Finding appropriate care for a child dealing with a mental health condition can be difficult, according to a Nashville mother.
Patricia Ethridge is forced to work from home to take care of her 14-year-old son diagnosed with mental health illness and has an aggressive behavior.
She adopted him when he was a month old from a home that had drug addiction, abandonment and physical violence.
Ethridge, who did not want to identify her son, said he is diagnosed with PTSD, reactive attachment disorder and oppositional defiant disorder, among other things.
He has been arrested several times for attacking a teacher and officer, and even threatened suicide and hurting her. Despite several different treatments, she said none of them worked.
"I was desperate to find my son help and I felt personally unequipped to help him," Ethridge told NewsChannel 5. "All the providers that we're working with suggest we get him into a residential treatment program, and when he threatened suicide it was a psychiatric hospital that he needed."
However, she said many of the programs and centers have denied her son because there were not enough beds or because of his aggression.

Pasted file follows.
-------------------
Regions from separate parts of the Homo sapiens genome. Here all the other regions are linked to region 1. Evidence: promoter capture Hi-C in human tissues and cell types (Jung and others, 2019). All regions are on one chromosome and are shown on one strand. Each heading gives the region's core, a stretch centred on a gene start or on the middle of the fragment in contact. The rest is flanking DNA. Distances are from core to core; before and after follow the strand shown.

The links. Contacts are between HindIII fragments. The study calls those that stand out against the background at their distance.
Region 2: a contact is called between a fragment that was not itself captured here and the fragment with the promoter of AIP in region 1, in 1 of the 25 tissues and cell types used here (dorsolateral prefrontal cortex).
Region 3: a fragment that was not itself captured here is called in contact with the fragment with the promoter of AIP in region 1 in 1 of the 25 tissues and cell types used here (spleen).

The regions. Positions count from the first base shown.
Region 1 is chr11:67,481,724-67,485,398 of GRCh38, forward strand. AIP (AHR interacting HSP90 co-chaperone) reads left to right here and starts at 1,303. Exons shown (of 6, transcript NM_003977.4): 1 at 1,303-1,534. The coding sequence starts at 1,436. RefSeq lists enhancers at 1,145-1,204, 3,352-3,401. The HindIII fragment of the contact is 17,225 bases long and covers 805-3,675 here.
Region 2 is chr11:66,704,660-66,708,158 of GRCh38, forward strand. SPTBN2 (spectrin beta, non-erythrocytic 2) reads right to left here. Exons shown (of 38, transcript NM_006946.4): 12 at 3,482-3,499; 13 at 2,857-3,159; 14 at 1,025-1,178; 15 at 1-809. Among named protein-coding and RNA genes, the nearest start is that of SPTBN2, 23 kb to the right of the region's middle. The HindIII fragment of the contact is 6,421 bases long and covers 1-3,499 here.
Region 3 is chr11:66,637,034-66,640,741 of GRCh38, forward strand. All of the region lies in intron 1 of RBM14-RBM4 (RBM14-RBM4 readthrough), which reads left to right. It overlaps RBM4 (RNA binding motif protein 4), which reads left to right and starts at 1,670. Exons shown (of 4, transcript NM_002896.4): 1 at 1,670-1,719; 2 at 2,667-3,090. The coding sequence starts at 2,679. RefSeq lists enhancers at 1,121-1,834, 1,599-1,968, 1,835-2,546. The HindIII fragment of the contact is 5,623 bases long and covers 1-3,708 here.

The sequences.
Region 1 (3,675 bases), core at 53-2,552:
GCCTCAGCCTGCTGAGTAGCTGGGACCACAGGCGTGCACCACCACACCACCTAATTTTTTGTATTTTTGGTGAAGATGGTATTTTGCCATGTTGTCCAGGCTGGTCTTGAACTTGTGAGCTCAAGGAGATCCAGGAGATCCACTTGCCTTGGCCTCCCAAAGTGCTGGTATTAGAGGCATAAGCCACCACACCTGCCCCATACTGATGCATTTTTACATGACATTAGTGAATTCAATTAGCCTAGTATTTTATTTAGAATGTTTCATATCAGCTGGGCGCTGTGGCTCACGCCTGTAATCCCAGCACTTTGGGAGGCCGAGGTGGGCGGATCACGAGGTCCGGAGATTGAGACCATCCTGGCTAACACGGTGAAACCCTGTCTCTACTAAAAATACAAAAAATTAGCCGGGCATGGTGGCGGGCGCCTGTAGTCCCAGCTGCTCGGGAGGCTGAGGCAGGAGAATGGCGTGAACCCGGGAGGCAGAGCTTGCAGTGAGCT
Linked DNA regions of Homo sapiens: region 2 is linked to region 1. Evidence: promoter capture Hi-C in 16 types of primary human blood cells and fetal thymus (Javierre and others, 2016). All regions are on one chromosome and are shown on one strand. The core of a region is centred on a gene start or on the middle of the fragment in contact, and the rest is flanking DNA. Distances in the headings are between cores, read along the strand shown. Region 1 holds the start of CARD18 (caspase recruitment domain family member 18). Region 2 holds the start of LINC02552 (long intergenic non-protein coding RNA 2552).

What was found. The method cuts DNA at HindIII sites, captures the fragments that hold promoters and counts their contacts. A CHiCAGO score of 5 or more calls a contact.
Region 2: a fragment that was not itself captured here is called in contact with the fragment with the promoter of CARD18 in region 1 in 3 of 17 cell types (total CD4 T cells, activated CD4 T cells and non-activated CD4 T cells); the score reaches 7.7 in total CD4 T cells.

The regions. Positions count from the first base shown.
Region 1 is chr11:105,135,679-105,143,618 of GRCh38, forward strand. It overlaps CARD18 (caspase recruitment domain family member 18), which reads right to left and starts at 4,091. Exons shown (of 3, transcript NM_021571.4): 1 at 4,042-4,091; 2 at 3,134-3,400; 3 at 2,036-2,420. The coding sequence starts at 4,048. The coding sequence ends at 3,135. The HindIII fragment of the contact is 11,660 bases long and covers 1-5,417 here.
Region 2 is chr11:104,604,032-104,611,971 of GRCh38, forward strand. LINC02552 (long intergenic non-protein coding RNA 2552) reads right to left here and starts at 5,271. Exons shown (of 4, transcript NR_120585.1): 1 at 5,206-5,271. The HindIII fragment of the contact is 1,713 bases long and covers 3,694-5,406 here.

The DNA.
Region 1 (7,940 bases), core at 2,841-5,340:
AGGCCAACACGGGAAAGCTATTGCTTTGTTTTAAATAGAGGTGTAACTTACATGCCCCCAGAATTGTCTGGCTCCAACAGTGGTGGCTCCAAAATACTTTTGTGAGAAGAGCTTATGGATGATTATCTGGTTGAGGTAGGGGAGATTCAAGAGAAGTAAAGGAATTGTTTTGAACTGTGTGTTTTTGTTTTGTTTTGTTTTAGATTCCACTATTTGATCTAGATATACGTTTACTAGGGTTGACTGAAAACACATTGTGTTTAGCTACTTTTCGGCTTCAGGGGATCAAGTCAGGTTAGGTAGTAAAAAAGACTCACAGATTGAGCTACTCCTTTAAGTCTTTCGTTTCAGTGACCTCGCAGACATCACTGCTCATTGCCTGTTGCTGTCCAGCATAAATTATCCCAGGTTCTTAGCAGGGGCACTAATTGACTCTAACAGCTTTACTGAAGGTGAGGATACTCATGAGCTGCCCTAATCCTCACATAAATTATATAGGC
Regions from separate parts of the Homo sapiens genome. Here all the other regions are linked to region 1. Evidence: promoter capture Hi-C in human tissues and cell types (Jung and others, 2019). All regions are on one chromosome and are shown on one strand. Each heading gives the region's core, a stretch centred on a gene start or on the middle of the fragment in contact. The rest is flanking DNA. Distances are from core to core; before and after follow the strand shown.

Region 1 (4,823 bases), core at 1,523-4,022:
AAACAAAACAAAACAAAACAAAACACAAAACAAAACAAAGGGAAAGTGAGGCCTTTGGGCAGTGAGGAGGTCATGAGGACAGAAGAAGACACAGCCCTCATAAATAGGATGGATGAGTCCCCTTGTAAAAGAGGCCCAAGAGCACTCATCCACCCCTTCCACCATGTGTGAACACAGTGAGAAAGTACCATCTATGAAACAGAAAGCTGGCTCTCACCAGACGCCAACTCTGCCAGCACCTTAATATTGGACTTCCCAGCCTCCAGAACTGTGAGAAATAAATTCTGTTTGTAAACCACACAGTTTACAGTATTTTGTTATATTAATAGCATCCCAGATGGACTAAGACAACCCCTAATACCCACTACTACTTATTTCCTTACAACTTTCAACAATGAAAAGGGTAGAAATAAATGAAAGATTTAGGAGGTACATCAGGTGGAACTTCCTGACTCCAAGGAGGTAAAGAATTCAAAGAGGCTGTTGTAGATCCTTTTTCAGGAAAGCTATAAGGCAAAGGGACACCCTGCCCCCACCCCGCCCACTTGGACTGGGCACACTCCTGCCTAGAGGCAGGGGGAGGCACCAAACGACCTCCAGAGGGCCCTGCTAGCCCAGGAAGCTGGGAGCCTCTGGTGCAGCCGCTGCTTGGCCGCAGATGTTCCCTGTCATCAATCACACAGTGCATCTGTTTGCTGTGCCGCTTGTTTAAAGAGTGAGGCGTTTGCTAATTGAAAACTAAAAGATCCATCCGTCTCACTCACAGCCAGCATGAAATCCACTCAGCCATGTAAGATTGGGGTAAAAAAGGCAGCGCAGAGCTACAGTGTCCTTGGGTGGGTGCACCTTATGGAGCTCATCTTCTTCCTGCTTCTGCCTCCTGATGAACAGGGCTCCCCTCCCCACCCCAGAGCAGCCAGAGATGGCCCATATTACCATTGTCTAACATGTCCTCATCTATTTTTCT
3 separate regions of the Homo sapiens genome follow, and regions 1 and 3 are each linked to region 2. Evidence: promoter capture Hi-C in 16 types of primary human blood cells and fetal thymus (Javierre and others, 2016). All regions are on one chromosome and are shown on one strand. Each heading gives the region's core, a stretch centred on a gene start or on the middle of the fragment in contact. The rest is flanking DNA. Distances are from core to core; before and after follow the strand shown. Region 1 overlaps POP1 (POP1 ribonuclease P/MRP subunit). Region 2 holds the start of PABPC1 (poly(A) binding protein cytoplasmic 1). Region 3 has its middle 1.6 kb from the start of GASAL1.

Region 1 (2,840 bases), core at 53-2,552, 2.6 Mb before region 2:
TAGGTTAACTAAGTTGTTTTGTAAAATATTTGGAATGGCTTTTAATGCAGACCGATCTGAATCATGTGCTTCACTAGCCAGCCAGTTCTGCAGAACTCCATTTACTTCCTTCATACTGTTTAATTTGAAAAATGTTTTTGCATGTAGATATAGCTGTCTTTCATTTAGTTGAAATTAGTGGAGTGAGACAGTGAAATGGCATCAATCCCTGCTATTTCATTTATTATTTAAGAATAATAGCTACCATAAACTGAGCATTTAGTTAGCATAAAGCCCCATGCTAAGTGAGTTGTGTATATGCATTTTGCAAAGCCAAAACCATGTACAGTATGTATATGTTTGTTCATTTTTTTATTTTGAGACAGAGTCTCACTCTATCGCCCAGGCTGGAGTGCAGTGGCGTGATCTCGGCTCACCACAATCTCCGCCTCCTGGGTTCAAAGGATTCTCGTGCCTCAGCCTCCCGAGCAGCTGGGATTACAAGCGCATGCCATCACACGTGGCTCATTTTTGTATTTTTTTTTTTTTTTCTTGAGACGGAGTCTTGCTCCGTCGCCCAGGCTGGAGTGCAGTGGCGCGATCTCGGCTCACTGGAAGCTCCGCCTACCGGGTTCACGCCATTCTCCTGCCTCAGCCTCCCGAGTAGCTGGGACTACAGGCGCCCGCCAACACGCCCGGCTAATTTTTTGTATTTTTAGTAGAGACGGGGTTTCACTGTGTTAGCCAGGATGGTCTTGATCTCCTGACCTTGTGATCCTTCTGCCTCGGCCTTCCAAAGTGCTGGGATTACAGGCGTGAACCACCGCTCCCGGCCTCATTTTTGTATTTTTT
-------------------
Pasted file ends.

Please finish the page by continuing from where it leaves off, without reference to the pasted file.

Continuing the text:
"The behavior progressively got worse and I felt the system was giving up on him, and his destiny is going to be jail or even worse, death," she said.
She has been instructed to create a residential program for her son. She has detailed a schedule on things she needs to do to provide him help including a time for a teacher to come and draw his blood for medication. Needless to say, it has consumed her time.
"Its been overwhelming and it's very uncharted territory. Basically I have a residential hospital program in my home and I'm a mom and I have no college training for this," she added.
She currently receives help including Mental Health Cooperative.
Child & Adolescent Crisis Supervisor Chelsea Fite said it is always good to have more resources. Her organization offers crisis assessment for people who are at risk of hurting themselves or others. They provide treatment which include therapy and medication management.
"Often times we're working with are desperate to find their child some help and support in the community. We could always use more resources. There aren't a ton of beds available if you're a child or teenager who might need psychiatric hospitalization somewhere," Fite explained.
Currently, the state licenses 52 sites for Mental Health Residential Treatment for Children and Youth across Tennessee. The exact number of beds was not immediately known.
A spokesperson said one other way to receive help is through Tennessee System of Care.